Junk email? That's so yesterday; it's all about the e-book publishing spam these days, with the Amazon Kindle self-publishing platform proving to be a spammers' paradise.
The work of legitimate aspiring authors is getting swamped by Private Label Rights (PLR) work – prose that is available to be picked up cheaply (or freely) by anyone online.
Spammers and those looking to make a quick buck are reformatting these rights-free works into ebooks and sticking them up for sale around 99 cents (60p) using the Kindle Direct Publishing platform - and some are even selling books and DVDs to educate others in how to do it.
The man who would be Kindle
Not only is it irritating if you accidentally buy one of these PLR works, but this influx of spammy ebooks makes it harder than ever to find something worth reading.
Another sneaky money-spinning trick infiltrating the book platform is the copying and republishing of ebooks that are already proving popular, using a different title and cover.
One element making the platform so attractive to spammers is that distributing a work using the Kindle Direct Publishing service doesn't cost anything; Amazon simply takes a cut if you make any sales.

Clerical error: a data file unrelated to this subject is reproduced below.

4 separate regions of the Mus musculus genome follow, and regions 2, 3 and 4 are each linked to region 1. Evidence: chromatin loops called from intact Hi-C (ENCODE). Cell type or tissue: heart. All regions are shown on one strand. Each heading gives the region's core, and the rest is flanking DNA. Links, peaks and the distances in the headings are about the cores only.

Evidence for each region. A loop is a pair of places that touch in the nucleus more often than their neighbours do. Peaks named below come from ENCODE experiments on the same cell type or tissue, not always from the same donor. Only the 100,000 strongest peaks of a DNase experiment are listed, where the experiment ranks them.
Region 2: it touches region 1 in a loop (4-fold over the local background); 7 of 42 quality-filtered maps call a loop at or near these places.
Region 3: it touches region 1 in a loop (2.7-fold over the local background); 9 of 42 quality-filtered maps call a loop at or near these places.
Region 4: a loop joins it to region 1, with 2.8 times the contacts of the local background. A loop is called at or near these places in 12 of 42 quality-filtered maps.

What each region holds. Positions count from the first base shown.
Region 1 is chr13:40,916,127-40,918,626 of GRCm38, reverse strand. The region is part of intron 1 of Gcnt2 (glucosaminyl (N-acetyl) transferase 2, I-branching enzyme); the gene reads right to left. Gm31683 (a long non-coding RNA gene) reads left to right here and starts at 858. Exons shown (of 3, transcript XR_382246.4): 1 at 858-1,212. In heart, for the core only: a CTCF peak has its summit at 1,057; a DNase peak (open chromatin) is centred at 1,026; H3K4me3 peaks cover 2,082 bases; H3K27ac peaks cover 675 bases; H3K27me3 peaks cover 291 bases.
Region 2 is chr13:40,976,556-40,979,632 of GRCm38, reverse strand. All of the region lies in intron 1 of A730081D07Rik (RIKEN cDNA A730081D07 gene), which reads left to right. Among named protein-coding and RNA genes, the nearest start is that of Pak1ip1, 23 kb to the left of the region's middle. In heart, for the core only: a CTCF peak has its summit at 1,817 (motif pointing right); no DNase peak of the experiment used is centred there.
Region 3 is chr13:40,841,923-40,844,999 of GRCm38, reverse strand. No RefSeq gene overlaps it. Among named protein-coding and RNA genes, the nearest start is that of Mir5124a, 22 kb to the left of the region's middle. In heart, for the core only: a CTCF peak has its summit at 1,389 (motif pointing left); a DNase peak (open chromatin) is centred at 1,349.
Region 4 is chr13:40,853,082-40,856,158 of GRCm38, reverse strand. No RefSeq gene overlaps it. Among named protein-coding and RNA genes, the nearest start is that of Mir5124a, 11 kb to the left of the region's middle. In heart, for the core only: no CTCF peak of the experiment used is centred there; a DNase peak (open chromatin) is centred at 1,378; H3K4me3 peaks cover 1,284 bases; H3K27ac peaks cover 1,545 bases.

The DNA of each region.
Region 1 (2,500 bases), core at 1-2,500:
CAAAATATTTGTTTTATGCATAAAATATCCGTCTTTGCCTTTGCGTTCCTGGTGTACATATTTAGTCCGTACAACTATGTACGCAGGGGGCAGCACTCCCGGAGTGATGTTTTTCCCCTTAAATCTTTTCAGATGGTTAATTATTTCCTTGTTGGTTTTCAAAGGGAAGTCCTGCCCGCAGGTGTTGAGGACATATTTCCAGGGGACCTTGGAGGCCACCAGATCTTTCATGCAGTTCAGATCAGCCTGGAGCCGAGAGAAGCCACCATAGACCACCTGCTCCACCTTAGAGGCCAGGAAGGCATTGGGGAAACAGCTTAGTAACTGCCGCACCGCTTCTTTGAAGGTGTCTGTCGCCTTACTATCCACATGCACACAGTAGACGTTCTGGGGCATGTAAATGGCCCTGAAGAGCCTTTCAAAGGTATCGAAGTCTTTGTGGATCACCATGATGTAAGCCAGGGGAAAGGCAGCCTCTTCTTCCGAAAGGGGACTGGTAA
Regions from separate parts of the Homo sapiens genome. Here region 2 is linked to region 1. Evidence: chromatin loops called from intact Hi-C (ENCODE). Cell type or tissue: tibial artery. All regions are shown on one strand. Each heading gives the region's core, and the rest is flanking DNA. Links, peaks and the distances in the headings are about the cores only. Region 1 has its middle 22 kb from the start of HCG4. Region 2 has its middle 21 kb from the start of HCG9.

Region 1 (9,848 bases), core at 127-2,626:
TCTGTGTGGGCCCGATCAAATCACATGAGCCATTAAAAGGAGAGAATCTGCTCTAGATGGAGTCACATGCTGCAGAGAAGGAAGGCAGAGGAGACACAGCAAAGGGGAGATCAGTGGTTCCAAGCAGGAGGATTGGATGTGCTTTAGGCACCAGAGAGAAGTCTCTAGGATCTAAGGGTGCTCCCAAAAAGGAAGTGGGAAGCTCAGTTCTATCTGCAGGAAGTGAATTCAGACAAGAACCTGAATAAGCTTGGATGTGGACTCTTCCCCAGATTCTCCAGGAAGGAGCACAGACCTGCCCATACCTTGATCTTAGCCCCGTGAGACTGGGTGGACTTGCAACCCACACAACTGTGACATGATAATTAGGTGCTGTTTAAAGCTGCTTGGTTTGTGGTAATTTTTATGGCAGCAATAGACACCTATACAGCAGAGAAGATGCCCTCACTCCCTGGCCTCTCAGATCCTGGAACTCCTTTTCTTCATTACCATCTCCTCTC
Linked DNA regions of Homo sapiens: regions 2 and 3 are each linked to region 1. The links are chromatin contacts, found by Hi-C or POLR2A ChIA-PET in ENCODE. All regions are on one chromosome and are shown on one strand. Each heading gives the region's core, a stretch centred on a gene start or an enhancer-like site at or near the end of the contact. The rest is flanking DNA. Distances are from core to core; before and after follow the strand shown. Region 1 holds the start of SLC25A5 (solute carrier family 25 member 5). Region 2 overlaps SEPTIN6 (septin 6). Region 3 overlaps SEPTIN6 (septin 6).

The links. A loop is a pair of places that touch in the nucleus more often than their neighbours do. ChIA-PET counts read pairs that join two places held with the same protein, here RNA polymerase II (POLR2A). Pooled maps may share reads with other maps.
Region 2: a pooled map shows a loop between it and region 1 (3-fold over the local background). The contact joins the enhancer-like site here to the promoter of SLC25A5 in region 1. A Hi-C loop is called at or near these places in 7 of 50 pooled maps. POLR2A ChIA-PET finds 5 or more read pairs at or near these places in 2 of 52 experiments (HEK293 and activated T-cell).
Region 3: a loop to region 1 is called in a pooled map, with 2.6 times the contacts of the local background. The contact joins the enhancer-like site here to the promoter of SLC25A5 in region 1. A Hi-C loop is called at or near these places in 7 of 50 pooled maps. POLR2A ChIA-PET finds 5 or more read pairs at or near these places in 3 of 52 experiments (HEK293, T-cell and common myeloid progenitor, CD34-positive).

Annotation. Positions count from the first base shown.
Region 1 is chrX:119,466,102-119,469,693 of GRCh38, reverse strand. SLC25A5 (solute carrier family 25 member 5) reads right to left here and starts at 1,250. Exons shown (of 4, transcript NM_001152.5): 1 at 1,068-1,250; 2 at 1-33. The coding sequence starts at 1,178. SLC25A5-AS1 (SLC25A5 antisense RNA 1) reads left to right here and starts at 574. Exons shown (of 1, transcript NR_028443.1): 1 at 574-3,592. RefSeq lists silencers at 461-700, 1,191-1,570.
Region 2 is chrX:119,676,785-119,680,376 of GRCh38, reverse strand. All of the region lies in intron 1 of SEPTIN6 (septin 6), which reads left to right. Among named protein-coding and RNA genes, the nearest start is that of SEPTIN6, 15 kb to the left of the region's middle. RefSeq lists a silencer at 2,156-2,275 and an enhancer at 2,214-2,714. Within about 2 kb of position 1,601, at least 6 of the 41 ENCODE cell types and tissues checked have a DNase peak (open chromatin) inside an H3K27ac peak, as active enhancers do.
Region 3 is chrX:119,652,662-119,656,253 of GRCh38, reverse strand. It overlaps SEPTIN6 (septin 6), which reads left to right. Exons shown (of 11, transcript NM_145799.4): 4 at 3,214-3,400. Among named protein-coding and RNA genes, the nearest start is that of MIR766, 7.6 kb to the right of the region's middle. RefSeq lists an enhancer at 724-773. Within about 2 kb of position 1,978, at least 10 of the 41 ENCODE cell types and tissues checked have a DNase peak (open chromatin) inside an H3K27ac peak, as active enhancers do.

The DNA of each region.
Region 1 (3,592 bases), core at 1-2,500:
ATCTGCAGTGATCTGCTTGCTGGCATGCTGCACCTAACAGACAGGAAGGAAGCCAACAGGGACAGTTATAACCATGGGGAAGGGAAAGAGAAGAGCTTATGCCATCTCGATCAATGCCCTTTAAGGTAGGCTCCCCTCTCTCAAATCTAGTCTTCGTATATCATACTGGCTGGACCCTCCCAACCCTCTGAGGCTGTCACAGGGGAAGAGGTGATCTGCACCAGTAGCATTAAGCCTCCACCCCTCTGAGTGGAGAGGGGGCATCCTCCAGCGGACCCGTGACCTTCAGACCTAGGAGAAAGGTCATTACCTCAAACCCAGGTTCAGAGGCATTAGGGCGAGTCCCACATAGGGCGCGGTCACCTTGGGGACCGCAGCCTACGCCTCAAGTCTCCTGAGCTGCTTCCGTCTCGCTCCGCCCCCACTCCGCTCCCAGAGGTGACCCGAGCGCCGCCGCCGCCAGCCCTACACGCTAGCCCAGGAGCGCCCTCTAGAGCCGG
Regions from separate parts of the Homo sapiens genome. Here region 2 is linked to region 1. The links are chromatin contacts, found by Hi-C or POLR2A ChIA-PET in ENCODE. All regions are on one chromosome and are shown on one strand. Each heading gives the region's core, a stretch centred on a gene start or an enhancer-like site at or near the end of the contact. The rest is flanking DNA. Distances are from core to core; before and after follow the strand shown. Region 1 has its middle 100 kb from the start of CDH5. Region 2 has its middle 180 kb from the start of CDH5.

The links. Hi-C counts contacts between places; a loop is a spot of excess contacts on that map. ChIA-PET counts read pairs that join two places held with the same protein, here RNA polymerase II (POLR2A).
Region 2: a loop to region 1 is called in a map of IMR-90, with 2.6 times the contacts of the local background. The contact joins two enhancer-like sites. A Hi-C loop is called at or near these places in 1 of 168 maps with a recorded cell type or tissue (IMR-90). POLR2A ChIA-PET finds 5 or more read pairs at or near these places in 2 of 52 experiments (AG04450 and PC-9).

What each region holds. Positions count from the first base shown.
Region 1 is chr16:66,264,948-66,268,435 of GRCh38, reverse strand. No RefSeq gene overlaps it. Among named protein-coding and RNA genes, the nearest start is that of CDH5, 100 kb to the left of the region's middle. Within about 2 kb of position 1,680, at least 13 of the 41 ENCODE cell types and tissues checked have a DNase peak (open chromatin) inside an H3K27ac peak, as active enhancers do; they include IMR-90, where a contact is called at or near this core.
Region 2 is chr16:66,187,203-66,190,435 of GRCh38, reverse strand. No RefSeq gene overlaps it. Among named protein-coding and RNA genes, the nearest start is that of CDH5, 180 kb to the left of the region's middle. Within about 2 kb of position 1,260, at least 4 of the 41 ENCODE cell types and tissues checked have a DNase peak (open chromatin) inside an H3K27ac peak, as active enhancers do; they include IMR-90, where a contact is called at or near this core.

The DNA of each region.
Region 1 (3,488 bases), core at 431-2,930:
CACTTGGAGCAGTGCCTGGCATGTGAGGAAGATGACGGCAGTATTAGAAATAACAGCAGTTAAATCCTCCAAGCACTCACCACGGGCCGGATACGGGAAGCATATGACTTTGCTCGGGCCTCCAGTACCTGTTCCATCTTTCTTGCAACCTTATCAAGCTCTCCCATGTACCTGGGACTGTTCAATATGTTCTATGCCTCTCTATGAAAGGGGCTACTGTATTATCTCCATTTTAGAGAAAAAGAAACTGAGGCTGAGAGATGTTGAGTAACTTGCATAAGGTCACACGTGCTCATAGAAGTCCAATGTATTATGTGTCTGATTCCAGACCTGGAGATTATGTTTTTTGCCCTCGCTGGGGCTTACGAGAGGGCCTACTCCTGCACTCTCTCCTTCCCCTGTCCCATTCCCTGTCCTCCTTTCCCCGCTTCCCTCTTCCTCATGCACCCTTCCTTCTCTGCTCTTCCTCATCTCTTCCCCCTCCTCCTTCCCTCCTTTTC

With plagiarism and spam-like content taking over, questions will no doubt be raised over whether Amazon needs to police the self-publishing platform more aggressively, or remove it altogether.
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Former UK News Editor for TechRadar, it was a perpetual challenge among the TechRadar staff to send Kate (Twitter, Google+) a link to something interesting on the internet that she hasn't already seen. As TechRadar's News Editor (UK), she was constantly on the hunt for top news and intriguing stories to feed your gadget lust. Kate now enjoys life as a renowned music critic – her words can be found in the i Paper, Guardian, GQ, Metro, Evening Standard and Time Out, and she's also the author of 'Amy Winehouse', a biography of the soul star.